Crank, Shake, and Tilt: Transforming Social Media Interfaces with Embodied Constraints

June 12, 2021

My research during grad school at UC Berkeley culminated in my Master's Thesis published in 2021, Crank, Shake, and Tilt: Transforming Social Media Interfaces with Embodied Constraints. Within the space of Human-Computer Interaction, my research explored the relationship of users, social media, and physical activity using techniques of critical design, tangible user interfaces, and embodied interaction. I built four devices that required continuous participation from users to engage with social media, ran user studies with the devices, collected quantitative and qualitative data, and synthesized my findings.

Check out this teaser video for a short paper titled Crank That Feed: A Physical Intervention for Active Twitter Users, which my colleagues and I published in CHI 2021 as a precursor to my thesis:


Using social media is engaging, enthralling, and stimulating but simultaneously routine and habitual. In this thesis, I explore a series of critical designs that transform digital social media experiences into physically interactive experiences, to provoke users to interrogate their motivations for using social media. I present four social media intervention systems with embodied constraints requiring continuous physical participation: the Crank Box, the Cranker, the Shaker, and the Tilter. In a study with twelve social media users, I identify that exclusively accessing social media through these critical designs caused temporary or persistent decreases in social media usage for all participants. Through analysis of daily diary studies, qualitative interviews, and social media usage metrics, I uncovered how users changed their behaviors and values around social media as a result of the interventions. Users devoted their time to different social media content and activities, demonstrated novel collaborative ways to operate social media, and increased their awareness about the role of social media in their lives. Based on the intervention designs that produced these outcomes, I present seven design factors to consider for future social media interventions. I further propose design speculations about sensory, spatial, and distorted interactions for future critical exploration of social media interfaces beyond digital surfaces.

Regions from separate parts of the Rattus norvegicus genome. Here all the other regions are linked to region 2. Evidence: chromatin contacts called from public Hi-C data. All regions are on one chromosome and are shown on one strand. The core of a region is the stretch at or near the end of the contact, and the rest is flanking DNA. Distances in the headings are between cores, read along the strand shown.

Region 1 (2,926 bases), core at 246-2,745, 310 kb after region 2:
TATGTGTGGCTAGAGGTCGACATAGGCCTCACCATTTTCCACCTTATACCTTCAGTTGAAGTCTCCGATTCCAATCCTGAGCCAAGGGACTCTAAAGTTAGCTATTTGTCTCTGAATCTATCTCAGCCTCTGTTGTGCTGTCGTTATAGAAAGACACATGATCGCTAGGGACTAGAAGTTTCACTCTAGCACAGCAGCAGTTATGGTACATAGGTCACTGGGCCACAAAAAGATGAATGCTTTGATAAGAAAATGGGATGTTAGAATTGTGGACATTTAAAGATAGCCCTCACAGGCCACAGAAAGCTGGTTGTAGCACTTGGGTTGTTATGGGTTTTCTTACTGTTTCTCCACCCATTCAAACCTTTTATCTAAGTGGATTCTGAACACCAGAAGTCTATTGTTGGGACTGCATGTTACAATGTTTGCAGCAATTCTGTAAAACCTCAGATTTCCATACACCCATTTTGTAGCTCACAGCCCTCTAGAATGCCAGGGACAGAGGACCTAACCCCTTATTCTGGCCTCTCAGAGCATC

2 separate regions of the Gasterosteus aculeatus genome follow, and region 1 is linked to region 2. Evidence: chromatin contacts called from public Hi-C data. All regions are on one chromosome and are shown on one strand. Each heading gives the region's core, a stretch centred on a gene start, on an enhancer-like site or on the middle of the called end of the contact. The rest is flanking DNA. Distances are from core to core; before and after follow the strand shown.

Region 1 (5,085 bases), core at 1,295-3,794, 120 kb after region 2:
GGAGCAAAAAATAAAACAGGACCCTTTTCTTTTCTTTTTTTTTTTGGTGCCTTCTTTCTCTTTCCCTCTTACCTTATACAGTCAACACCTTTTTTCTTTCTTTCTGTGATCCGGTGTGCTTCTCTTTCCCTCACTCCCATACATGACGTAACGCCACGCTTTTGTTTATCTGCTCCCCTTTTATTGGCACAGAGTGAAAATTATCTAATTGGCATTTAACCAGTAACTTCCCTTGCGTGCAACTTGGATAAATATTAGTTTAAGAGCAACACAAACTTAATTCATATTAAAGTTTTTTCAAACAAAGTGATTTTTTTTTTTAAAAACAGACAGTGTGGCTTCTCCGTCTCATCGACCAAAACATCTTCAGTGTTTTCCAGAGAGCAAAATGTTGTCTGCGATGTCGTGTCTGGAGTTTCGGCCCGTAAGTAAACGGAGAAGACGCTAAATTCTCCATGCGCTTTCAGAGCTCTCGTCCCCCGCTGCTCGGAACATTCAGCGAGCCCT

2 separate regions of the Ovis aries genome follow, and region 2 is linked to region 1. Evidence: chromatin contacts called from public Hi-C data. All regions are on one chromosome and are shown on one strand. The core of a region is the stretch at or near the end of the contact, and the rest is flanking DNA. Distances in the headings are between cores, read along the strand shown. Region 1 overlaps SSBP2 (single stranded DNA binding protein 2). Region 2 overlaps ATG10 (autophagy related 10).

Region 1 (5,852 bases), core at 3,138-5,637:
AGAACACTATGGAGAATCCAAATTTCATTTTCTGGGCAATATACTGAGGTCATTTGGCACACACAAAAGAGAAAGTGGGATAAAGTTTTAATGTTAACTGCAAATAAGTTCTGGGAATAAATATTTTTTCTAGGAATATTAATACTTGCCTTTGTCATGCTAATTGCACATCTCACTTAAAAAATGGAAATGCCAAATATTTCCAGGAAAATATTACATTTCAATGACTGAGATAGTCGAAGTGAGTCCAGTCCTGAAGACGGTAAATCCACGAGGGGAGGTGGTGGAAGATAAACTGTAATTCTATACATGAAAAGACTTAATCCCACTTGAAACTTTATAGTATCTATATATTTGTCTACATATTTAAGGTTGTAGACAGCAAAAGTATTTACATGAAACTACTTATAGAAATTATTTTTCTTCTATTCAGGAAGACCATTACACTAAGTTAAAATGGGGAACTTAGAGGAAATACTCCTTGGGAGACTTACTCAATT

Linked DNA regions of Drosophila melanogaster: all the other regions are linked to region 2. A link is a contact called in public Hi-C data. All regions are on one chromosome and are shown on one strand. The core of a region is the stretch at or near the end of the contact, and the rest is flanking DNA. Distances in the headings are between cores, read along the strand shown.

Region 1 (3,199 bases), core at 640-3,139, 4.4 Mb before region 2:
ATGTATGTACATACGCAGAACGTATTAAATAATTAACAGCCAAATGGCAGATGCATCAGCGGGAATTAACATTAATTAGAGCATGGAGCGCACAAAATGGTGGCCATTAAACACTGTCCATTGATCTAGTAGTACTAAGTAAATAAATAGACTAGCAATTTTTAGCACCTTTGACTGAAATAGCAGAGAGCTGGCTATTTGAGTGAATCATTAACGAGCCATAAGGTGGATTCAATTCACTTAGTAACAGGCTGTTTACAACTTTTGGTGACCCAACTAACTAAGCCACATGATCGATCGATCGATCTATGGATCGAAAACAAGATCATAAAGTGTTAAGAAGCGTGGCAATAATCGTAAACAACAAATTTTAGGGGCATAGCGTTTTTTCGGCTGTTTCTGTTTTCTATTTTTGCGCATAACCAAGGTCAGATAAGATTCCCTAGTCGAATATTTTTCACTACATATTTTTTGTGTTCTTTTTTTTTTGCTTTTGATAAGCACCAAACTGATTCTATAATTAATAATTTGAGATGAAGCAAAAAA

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Katherine Song, Lynn Yeom, Niloufar Salehi, Eric Paulos

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